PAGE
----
Kinetic Traces

For my latest collection, Kinetic Traces, I was intrigued by the relationship between the movement of the body and Fashion footwear design on the one hand, and high performance Sports footwear and body movement on the other. I wanted to explore the philosophical and aesthetic consequences of changing the dynamic of that relationship.

The principal functions of footwear are often sacrificed in Fashion. This project brings Sports footwear fundamentals to high-end fashion. Sports footwear design is based on function and wearability, which are not features commonly applied in Fashion footwear.

I have been analyzing comfort elements in footwear, particularly impact absorption, shoe weight, traction (the relationship between shoe and surface) and upper durability. I sought to bring these concepts into the design of high-end women’s high heels. The central concept of the project development was impact absorption, which was studied from a mechanical point of view because heels are structures which are affected by many different forces during the process of human motion.

Working with an architect helped me to study the interacting forces in the structure of the high heeled shoe during movement. A collaboration with a photographer made possible to see the continuous movement broken down into individual parts as a diagram.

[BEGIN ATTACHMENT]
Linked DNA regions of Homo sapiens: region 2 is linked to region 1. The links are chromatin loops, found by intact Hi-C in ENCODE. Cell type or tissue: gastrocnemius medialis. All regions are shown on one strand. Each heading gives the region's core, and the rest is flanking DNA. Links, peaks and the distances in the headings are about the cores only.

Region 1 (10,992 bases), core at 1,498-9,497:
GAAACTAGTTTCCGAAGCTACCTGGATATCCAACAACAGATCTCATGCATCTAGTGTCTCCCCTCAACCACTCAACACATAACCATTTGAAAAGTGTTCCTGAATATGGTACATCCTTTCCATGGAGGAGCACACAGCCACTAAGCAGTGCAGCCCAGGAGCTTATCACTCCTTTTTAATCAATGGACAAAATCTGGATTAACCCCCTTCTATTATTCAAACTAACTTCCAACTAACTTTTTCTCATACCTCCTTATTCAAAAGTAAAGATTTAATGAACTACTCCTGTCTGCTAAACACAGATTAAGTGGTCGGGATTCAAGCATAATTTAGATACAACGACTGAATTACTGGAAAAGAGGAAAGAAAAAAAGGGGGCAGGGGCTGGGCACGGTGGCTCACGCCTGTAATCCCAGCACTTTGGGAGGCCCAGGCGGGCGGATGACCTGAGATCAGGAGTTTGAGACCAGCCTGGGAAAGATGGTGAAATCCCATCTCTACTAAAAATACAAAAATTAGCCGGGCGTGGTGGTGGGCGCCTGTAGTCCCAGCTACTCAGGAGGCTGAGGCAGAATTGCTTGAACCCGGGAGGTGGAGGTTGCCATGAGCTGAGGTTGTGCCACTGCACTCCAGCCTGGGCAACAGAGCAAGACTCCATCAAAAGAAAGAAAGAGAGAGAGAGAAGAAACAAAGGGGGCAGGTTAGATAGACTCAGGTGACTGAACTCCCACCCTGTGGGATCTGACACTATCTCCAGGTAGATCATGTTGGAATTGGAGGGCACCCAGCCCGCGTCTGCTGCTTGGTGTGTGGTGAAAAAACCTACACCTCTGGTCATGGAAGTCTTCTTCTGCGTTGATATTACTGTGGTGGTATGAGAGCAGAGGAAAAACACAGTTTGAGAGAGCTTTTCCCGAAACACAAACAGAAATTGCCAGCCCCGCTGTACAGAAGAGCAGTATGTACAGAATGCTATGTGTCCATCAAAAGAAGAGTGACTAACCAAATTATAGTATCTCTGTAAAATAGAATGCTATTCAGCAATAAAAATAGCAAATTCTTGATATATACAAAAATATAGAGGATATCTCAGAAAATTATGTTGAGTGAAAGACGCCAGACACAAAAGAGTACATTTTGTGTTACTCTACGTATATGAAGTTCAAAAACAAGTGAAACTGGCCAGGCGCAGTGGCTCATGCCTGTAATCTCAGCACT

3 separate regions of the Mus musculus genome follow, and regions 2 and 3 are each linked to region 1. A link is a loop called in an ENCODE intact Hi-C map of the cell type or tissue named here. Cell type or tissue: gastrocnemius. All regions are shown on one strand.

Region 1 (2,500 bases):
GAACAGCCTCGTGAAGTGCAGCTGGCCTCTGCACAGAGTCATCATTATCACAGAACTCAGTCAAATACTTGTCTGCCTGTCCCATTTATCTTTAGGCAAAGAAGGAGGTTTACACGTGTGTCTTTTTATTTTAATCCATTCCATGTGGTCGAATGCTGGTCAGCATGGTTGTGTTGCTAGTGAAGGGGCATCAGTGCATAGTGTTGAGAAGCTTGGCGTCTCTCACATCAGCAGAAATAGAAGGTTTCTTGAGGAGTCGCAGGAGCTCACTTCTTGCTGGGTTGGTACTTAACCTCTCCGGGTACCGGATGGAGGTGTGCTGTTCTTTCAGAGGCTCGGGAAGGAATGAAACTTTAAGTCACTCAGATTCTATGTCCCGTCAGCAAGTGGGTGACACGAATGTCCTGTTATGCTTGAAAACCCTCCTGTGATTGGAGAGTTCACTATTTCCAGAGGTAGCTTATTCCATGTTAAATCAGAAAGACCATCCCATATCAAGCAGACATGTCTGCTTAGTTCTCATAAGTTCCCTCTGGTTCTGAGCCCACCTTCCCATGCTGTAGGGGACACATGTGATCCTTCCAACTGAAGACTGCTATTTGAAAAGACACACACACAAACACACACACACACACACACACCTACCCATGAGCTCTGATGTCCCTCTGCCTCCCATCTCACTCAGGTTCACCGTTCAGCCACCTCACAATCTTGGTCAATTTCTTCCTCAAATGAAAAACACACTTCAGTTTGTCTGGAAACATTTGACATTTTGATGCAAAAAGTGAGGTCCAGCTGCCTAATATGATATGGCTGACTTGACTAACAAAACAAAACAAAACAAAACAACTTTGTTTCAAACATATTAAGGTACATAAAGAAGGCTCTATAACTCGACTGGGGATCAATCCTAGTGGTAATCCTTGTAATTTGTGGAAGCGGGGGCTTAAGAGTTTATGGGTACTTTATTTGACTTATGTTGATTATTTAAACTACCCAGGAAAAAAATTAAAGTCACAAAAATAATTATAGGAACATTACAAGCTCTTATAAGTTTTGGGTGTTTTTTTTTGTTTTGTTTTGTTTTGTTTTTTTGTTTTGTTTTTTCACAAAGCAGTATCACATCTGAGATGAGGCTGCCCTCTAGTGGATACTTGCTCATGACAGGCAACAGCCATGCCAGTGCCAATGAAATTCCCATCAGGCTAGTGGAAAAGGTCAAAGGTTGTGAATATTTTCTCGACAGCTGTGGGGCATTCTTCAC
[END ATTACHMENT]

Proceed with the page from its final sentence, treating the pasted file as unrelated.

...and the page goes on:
To realize the absorption function, I introduced an element of internal movement into these structures. I collaborated with an engineer partner to develop these mechanisms and an industrial partner to enable production of the final product to an appropriate standard for the target market.
Impact absorption was developed using different mechanical methods not typically used in Fashion, adding features such as springs, rubber balls and, pneumatic hydraulics and metal rings.
The metal ring function is a new system developed by the industrial partner that I worked with, allowing regulation of the absorption effect depending on body weight.

The methodologies used in the project include traditional making (leather work, traditional machinery making, metal work, wood shaping) and rapid prototyping (3D milling machine, laser cutting and 3D printing).